Mike Gatchet is a lucky man. In his 60s, his dream job has come to fruition. He’s a Tractor Man, something he’s wanted since he was in his 20s.
By profession he was a heavy equipment operator and as the economy took its downturn in the 1990s, he decided to retire early and to become The Tractor Man. He and his wife, Julie, relocated from Sequim out to the Diamond Point area, close to his early childhood home in Gardiner.
His desire is to be of help to the gardener or homeowner who needs additional machinery power. His Kubota is equipped with a backhoe, a dump trailer, brush excavator, tiller, chipper and mower. He’s ready for anything! He’s worked a great deal with slide repair so he is also familiar with trenching and drain fields.
Mike’s love for nature is in his DNA. As a young boy, he went out in the forests and, with his dad, lent his energy to digging out native plants, especially rhododendrons and hemlocks. His grandfather, despite working for Boeing as an engineer, loved working in nature. He was an inventor and patented the GAT garden sprayer, an aluminum lid that could be attached to fruit jars.
When Mike and Julie began their tractor business three years ago, they also applied for their nursery license and now specialize in native plants. Julie does much of the work taking care of the nursery stock. They buy some of their stock from commercial growers from Skagit County and from the Conservation District sales, propagate some from seeds and collect some from the forests with their Commercial Forest Service permit.
Wild Birds Unlimited in Gardiner retails some of their native plants. The Gatchets also have a good supply on their property and can fill special orders through wholesale growers of native plants.
Mike sees two threads winding together: a new appreciation for the environment and sustainable gardening practices and, due to a weak economy, a renewed interest in home gardens. He feels his strength and skills fit perfectly into this niche.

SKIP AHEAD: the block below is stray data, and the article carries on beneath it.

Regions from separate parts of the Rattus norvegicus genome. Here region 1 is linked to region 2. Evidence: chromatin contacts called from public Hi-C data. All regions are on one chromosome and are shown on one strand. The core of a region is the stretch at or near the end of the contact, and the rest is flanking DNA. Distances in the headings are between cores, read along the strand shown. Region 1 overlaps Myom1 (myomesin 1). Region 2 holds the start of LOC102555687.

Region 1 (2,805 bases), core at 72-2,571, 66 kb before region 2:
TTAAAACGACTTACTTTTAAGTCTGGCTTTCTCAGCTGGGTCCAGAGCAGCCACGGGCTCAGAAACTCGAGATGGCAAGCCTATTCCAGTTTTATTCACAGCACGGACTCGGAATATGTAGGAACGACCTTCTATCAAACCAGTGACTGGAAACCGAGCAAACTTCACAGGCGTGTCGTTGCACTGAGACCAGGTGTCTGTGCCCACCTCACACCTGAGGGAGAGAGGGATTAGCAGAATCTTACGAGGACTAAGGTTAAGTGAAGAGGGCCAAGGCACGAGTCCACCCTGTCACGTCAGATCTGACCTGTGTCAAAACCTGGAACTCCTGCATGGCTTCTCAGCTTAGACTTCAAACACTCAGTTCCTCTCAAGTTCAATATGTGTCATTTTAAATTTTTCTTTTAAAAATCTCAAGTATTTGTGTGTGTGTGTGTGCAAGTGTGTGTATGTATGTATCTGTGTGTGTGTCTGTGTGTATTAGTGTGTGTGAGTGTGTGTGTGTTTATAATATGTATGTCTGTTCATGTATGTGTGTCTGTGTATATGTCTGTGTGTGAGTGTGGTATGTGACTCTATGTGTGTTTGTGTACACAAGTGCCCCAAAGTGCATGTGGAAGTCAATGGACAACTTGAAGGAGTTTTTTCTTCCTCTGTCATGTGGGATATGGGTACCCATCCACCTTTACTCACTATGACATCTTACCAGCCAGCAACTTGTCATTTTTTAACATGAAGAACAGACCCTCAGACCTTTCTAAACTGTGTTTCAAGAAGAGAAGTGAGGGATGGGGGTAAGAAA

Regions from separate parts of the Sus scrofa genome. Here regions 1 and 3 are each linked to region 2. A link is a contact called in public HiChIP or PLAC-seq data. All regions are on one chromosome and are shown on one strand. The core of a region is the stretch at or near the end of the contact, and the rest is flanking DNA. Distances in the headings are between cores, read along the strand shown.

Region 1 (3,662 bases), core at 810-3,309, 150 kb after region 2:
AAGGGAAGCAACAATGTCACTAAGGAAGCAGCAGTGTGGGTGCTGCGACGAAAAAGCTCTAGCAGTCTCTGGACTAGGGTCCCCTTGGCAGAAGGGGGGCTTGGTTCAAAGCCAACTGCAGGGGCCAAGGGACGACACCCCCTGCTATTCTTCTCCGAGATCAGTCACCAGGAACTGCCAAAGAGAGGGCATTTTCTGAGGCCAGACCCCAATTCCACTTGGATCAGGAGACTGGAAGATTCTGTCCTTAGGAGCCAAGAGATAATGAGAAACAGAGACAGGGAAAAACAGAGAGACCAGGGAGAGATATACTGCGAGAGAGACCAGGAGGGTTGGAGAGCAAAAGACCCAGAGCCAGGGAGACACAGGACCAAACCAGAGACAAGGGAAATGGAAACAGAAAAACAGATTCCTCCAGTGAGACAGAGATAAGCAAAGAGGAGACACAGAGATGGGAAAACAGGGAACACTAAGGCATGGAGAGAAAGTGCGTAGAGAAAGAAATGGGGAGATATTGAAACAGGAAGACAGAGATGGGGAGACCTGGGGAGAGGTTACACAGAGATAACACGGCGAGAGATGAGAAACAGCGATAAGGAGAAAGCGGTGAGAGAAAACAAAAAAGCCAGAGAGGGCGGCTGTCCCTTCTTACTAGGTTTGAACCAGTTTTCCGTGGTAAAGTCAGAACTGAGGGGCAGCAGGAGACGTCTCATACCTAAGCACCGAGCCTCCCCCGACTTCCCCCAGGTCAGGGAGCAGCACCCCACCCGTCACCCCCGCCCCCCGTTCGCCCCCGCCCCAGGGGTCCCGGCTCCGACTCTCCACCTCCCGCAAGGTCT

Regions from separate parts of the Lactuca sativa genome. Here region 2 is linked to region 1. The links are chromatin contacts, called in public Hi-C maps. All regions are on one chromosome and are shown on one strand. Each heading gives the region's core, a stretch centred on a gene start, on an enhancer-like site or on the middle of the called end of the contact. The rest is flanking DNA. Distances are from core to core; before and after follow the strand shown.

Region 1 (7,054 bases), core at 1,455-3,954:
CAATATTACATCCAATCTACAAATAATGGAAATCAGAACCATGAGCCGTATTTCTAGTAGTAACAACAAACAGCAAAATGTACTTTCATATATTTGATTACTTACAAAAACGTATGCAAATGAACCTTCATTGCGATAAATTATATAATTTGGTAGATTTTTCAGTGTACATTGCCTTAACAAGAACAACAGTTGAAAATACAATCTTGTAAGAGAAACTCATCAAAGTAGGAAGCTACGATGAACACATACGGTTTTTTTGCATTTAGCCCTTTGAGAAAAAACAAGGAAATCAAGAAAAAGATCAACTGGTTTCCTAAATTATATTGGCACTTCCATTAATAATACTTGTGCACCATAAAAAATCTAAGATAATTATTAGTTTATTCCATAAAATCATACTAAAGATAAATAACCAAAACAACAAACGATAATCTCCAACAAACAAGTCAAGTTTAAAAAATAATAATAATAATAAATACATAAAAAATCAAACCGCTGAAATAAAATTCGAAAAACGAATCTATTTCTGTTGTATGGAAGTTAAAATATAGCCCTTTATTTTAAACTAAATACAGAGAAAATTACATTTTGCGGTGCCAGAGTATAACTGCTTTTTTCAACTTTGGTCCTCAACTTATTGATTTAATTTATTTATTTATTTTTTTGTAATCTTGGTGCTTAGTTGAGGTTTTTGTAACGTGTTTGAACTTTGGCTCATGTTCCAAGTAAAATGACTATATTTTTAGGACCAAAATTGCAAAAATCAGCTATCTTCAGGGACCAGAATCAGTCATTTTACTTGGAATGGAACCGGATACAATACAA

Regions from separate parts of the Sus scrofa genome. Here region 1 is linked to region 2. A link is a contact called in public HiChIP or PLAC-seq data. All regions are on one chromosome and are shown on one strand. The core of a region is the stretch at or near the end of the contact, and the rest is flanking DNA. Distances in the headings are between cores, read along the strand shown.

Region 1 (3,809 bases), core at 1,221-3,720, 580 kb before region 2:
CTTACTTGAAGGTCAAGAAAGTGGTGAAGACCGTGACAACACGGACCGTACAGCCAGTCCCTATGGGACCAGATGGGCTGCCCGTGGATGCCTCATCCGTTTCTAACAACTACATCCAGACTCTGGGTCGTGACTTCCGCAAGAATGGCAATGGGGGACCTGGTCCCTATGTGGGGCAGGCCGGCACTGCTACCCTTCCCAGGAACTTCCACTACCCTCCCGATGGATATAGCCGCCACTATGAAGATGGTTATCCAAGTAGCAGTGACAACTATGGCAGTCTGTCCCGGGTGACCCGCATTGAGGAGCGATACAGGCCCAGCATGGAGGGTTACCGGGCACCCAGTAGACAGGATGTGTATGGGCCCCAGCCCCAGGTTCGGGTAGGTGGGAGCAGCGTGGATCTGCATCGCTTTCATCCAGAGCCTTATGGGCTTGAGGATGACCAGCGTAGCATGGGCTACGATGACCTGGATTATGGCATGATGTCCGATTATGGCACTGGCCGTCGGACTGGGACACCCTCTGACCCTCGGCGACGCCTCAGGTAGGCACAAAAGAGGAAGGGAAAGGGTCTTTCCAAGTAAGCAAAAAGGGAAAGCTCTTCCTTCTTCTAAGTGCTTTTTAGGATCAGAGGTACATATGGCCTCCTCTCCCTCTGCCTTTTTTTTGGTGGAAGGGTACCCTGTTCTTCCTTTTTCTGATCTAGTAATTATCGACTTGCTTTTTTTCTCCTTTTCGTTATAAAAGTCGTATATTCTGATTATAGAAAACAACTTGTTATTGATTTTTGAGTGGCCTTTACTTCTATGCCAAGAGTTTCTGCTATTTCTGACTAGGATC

Julie always has had a garden and is a seed saver. Here’s a garden tip for you from her: She saved some of her tomatoes and let them dry. The following spring, she cut them open, planted them and they germinated and grew. This year Julie and Mike ate tomatoes through December.
Mike says when they met years ago, Julie had all sorts of plants in her house. A cabinet in their living room houses many gardening books that look well used.
One of Mike’s specialties is grading and he taught that expertise in International Operating Engineers’ classes. He has so much experience in grading that he understands inherent problems but also recognizes artistic solutions. Another focus has been preventing and controlling erosion. One of his secrets to holding a bank or preventing erosion is to plant Erosion Control, available at the Co-Op Farm & Garden Center, which is a mixture of rye grass, fescue and white clover. A nearby neighbor of ours uses this mixture for his lawn that slopes downward, where water can easily pool. Mike also suggests an eco-lawn, which grows to about 6 to 8 inches, which he saw at Peninsula College.
Mike has a big heart and sees himself as a community presence — plowing a victory garden; grading a driveway and placing down the more environmentally friendly gravel rather than asphalt; shredding branches and leaves; hauling gravel; and generally being the neighborhood Tractor Man.
He’s a hard worker and once on his orange tractor, he can’t seem to do anything but smile.
The Tractor Man
Tue, Feb 14, 2012
A shift in our thinking
Tue, Oct 18, 2011
Ornamental grasses dance to their wind song
Thu, Sep 22, 2011
Divide … and have!
Thu, Aug 18, 2011
The low life and high life of a garden
Wed, Jul 20, 2011
Plants, problem solving and personality
Tue, Jun 14, 2011
From the sky: a look at our gardens
Wed, Apr 20, 2011
Time to plant a vegetable garden … with children
Wed, Mar 16, 2011
One New Year’s resolution
Tue, Jan 18, 2011
Blessed by the bounty
Wed, Nov 17, 2010
Diversity creates richness
Tue, Oct 19, 2010
The ruffled ladies
Wed, Sep 15, 2010
Wed, Aug 18, 2010
Keeping birds safe in our gardens
Wed, Aug 11, 2010
Living respectfully on the land
Wed, Jun 30, 2010
Prune, don't ruin, those shrubs and trees
Wed, May 26, 2010
Undoing deer's damage with new shrubbery
Wed, Apr 28, 2010
Treat water as our most precious gift
Wed, Mar 10, 2010
Northwest native mock orange makes good scents
Wed, Feb 3, 2010
Planting perennial blessings
Wed, Jan 6, 2010